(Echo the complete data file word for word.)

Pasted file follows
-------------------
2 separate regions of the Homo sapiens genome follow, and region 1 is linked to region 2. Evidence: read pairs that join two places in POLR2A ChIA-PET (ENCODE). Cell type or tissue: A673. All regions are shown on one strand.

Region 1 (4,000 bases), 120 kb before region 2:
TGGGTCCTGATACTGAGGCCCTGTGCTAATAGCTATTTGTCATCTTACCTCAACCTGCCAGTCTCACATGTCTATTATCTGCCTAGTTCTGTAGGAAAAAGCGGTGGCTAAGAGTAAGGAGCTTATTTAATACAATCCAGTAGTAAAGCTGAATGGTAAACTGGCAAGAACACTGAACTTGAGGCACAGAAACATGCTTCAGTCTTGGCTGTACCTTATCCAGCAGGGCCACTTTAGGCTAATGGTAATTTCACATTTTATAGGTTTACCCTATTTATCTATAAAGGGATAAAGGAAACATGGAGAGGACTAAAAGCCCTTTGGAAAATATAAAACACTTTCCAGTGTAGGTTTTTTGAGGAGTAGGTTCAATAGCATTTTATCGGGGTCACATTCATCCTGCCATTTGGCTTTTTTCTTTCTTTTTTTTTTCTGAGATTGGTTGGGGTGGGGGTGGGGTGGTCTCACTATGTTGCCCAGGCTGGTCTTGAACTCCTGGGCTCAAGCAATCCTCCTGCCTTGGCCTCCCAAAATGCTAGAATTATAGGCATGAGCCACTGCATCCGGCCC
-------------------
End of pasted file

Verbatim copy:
2 separate regions of the Homo sapiens genome follow, and region 1 is linked to region 2. Evidence: read pairs that join two places in POLR2A ChIA-PET (ENCODE). Cell type or tissue: A673. All regions are shown on one strand.

Region 1 (4,000 bases), 120 kb before region 2:
TGGGTCCTGATACTGAGGCCCTGTGCTAATAGCTATTTGTCATCTTACCTCAACCTGCCAGTCTCACATGTCTATTATCTGCCTAGTTCTGTAGGAAAAAGCGGTGGCTAAGAGTAAGGAGCTTATTTAATACAATCCAGTAGTAAAGCTGAATGGTAAACTGGCAAGAACACTGAACTTGAGGCACAGAAACATGCTTCAGTCTTGGCTGTACCTTATCCAGCAGGGCCACTTTAGGCTAATGGTAATTTCACATTTTATAGGTTTACCCTATTTATCTATAAAGGGATAAAGGAAACATGGAGAGGACTAAAAGCCCTTTGGAAAATATAAAACACTTTCCAGTGTAGGTTTTTTGAGGAGTAGGTTCAATAGCATTTTATCGGGGTCACATTCATCCTGCCATTTGGCTTTTTTCTTTCTTTTTTTTTTCTGAGATTGGTTGGGGTGGGGGTGGGGTGGTCTCACTATGTTGCCCAGGCTGGTCTTGAACTCCTGGGCTCAAGCAATCCTCCTGCCTTGGCCTCCCAAAATGCTAGAATTATAGGCATGAGCCACTGCATCCGGCCC